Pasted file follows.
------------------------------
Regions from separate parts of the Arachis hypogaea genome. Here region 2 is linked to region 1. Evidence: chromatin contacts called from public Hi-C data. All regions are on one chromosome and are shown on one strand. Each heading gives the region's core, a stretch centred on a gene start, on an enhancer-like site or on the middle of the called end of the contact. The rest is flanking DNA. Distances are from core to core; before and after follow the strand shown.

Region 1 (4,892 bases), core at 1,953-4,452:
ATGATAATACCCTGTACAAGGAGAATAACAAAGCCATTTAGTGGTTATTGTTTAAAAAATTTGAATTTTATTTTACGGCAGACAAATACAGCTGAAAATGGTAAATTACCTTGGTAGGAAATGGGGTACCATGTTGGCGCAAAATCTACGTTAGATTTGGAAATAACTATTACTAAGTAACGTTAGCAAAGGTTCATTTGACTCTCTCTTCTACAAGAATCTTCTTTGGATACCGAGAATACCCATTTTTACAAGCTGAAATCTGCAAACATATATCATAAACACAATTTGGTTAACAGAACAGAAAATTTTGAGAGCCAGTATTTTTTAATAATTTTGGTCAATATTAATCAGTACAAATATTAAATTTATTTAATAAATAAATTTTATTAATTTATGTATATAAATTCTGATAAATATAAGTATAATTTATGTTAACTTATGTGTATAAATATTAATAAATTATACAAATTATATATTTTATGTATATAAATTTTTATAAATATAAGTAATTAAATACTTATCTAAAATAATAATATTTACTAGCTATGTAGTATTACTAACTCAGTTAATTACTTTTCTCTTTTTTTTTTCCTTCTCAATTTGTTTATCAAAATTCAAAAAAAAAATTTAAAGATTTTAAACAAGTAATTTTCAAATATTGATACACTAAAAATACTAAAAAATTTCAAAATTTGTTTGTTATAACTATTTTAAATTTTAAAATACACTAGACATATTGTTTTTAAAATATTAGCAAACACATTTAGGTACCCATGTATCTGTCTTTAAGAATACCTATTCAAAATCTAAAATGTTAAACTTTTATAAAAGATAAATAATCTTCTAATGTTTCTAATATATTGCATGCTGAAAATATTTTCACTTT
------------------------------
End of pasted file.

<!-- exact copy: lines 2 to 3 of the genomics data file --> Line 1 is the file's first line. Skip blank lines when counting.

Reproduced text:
Region 1 (4,892 bases), core at 1,953-4,452:
ATGATAATACCCTGTACAAGGAGAATAACAAAGCCATTTAGTGGTTATTGTTTAAAAAATTTGAATTTTATTTTACGGCAGACAAATACAGCTGAAAATGGTAAATTACCTTGGTAGGAAATGGGGTACCATGTTGGCGCAAAATCTACGTTAGATTTGGAAATAACTATTACTAAGTAACGTTAGCAAAGGTTCATTTGACTCTCTCTTCTACAAGAATCTTCTTTGGATACCGAGAATACCCATTTTTACAAGCTGAAATCTGCAAACATATATCATAAACACAATTTGGTTAACAGAACAGAAAATTTTGAGAGCCAGTATTTTTTAATAATTTTGGTCAATATTAATCAGTACAAATATTAAATTTATTTAATAAATAAATTTTATTAATTTATGTATATAAATTCTGATAAATATAAGTATAATTTATGTTAACTTATGTGTATAAATATTAATAAATTATACAAATTATATATTTTATGTATATAAATTTTTATAAATATAAGTAATTAAATACTTATCTAAAATAATAATATTTACTAGCTATGTAGTATTACTAACTCAGTTAATTACTTTTCTCTTTTTTTTTTCCTTCTCAATTTGTTTATCAAAATTCAAAAAAAAAATTTAAAGATTTTAAACAAGTAATTTTCAAATATTGATACACTAAAAATACTAAAAAATTTCAAAATTTGTTTGTTATAACTATTTTAAATTTTAAAATACACTAGACATATTGTTTTTAAAATATTAGCAAACACATTTAGGTACCCATGTATCTGTCTTTAAGAATACCTATTCAAAATCTAAAATGTTAAACTTTTATAAAAGATAAATAATCTTCTAATGTTTCTAATATATTGCATGCTGAAAATATTTTCACTTT